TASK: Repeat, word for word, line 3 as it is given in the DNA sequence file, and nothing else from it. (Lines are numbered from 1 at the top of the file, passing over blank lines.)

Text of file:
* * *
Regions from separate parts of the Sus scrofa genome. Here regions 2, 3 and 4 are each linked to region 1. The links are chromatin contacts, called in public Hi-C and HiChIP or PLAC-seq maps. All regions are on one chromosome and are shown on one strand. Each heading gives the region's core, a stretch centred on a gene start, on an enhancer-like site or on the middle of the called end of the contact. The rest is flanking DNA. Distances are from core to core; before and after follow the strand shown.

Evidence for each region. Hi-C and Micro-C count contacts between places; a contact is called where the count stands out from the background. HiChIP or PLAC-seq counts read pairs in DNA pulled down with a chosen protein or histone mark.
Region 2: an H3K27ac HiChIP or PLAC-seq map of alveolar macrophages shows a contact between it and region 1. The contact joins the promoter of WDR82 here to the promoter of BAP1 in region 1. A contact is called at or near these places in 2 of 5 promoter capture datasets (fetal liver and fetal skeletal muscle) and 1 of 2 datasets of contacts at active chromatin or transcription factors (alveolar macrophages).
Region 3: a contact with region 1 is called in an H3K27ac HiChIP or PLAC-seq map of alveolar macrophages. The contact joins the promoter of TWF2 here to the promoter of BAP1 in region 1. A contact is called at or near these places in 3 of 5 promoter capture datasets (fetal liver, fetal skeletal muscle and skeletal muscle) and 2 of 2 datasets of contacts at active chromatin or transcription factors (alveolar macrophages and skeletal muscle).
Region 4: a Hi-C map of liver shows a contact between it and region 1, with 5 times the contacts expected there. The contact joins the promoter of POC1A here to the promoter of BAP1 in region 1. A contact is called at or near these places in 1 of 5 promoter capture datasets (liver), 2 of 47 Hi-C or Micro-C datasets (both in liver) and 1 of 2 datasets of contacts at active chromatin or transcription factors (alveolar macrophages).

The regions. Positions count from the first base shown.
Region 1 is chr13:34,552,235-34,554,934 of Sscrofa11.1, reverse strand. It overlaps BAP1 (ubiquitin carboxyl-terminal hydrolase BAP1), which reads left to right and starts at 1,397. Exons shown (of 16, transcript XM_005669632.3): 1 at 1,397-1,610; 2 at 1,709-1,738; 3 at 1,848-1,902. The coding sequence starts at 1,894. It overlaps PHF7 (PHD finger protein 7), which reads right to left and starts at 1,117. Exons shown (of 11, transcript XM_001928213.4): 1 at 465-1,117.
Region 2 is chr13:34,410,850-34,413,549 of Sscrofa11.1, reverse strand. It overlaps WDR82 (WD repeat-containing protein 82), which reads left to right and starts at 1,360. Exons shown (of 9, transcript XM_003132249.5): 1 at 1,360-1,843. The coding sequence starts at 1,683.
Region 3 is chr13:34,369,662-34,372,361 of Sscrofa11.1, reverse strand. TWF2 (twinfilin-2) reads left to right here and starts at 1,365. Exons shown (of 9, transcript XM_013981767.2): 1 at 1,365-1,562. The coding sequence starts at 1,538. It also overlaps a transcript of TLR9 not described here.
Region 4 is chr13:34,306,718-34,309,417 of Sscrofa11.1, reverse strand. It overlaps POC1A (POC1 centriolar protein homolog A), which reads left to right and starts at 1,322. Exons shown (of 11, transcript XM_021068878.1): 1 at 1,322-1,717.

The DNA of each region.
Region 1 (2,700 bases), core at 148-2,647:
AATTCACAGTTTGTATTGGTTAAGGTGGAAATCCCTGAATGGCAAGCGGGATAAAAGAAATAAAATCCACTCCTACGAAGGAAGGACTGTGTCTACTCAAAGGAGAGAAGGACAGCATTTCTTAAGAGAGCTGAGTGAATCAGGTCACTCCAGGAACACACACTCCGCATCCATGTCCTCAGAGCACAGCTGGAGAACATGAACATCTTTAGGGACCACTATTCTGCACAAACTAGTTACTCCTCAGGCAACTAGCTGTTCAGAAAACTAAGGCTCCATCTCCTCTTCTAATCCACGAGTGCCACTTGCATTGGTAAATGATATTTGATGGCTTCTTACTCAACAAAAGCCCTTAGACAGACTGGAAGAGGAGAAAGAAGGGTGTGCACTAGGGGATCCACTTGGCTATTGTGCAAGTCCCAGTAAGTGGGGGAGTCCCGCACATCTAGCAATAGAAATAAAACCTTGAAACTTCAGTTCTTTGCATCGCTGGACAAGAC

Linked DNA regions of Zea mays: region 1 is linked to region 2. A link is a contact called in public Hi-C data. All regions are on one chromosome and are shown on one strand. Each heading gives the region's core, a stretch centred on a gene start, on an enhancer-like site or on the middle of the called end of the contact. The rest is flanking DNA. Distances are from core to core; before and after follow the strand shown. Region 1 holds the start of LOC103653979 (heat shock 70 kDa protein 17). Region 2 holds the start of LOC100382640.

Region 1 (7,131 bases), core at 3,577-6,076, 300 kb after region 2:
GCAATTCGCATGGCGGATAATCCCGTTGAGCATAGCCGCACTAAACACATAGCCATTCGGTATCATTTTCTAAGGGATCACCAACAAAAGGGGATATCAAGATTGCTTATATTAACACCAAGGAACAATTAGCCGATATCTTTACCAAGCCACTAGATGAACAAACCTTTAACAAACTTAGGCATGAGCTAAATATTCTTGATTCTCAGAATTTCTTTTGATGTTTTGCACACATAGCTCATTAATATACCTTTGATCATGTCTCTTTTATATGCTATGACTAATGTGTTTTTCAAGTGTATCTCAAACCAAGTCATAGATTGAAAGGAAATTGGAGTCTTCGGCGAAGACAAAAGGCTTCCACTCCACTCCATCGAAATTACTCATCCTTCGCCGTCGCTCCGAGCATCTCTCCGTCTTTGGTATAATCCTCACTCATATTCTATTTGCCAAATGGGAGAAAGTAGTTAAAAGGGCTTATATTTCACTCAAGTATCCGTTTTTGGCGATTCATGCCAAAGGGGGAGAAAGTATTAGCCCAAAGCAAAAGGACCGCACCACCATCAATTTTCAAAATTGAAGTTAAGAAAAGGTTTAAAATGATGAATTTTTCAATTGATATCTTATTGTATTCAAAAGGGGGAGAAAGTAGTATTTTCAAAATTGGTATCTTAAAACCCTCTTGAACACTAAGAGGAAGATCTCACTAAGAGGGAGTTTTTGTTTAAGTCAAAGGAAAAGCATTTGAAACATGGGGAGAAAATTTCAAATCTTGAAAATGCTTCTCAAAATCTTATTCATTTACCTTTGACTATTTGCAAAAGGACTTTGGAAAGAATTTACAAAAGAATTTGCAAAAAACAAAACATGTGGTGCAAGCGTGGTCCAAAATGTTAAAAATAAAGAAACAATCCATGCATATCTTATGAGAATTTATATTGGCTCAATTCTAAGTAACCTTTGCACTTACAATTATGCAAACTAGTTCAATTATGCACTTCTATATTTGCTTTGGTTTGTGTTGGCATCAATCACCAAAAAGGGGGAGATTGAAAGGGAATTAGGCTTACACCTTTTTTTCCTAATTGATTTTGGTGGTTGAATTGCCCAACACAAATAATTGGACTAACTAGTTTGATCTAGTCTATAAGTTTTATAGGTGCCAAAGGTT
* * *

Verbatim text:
Region 2: an H3K27ac HiChIP or PLAC-seq map of alveolar macrophages shows a contact between it and region 1. The contact joins the promoter of WDR82 here to the promoter of BAP1 in region 1. A contact is called at or near these places in 2 of 5 promoter capture datasets (fetal liver and fetal skeletal muscle) and 1 of 2 datasets of contacts at active chromatin or transcription factors (alveolar macrophages).